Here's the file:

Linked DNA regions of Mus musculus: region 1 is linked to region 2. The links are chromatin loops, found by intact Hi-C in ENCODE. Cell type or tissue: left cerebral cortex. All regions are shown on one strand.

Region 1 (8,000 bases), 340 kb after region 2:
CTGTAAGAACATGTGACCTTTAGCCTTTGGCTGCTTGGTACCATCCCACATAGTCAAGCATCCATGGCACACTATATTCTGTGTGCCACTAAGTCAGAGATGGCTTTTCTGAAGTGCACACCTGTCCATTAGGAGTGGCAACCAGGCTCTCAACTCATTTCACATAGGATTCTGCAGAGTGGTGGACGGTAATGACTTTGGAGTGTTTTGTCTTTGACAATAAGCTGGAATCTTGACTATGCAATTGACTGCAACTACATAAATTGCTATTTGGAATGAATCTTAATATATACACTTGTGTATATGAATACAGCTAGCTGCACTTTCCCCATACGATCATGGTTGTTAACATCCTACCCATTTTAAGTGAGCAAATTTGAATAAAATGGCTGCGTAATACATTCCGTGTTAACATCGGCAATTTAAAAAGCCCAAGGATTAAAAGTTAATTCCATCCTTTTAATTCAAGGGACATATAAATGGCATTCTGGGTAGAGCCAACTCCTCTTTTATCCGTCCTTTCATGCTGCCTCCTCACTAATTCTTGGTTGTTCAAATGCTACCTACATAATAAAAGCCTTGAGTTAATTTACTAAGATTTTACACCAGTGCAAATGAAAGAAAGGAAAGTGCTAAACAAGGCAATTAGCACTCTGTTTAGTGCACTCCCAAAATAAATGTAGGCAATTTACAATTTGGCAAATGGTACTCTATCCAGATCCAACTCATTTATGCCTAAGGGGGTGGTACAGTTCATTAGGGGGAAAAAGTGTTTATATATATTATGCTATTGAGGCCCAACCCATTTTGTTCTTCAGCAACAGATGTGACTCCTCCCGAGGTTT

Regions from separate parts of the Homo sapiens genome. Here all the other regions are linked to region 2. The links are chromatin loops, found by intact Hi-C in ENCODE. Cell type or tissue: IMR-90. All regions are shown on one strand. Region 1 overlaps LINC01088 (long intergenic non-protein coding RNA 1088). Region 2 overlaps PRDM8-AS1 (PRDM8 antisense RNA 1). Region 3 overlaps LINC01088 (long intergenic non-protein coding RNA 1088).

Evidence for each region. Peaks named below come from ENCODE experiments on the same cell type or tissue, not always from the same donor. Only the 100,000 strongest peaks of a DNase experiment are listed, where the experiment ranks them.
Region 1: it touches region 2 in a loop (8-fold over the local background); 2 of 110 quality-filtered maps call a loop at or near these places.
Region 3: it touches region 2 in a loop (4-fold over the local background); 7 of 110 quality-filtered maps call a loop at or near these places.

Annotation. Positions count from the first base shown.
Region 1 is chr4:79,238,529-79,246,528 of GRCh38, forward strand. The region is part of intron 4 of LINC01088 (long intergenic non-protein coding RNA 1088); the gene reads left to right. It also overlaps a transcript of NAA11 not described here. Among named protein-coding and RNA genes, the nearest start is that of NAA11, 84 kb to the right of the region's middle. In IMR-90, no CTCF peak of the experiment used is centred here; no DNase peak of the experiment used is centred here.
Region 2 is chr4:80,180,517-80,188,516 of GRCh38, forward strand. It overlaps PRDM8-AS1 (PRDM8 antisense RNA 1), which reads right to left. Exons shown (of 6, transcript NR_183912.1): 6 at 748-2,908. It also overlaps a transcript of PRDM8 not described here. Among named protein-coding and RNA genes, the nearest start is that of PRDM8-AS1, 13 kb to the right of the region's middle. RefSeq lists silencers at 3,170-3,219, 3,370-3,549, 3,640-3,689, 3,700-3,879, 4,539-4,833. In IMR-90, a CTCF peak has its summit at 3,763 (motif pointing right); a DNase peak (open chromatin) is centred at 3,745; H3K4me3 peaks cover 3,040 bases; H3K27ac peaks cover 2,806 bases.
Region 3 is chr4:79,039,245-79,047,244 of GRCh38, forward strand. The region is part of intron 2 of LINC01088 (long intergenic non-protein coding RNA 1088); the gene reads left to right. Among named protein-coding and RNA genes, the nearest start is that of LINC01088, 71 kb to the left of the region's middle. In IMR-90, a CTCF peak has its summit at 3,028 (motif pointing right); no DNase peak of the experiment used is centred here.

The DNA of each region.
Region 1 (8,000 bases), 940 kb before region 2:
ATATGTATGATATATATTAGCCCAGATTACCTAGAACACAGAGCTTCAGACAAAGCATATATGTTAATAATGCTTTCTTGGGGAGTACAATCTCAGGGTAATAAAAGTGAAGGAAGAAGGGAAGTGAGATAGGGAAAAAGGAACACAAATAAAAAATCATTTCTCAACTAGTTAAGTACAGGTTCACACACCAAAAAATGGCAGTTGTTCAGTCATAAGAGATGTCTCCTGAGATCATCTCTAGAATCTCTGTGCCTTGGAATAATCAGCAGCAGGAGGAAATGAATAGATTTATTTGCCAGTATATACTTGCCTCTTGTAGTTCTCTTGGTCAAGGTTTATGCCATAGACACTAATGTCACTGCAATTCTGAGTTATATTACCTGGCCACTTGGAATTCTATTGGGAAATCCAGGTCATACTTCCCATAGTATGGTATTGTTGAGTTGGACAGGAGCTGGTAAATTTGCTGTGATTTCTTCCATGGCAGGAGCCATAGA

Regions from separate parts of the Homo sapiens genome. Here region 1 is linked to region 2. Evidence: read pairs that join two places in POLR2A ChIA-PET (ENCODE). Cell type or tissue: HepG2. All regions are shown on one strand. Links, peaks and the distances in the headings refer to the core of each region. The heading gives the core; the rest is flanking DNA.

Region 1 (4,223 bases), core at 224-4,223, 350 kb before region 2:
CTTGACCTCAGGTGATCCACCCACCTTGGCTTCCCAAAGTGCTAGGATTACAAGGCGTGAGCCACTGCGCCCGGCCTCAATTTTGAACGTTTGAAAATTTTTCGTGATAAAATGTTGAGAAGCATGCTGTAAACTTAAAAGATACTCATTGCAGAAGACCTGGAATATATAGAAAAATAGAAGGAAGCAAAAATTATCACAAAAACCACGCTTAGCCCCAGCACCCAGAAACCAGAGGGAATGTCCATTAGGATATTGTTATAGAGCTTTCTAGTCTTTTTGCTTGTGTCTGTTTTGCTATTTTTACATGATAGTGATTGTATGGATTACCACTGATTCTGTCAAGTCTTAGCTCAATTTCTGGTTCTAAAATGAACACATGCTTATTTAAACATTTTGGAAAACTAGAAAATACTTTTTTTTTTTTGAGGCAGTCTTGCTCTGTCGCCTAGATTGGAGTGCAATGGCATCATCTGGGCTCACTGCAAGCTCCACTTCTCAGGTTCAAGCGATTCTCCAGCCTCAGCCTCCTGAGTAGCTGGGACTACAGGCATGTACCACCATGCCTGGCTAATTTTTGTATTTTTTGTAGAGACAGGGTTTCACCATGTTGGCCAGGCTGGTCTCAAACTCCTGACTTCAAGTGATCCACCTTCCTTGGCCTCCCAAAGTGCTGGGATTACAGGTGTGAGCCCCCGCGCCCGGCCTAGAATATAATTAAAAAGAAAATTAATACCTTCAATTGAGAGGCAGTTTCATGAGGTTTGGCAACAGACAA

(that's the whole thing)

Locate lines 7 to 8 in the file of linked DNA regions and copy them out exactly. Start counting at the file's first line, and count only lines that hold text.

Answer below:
Region 3: it touches region 2 in a loop (4-fold over the local background); 7 of 110 quality-filtered maps call a loop at or near these places.

Annotation. Positions count from the first base shown.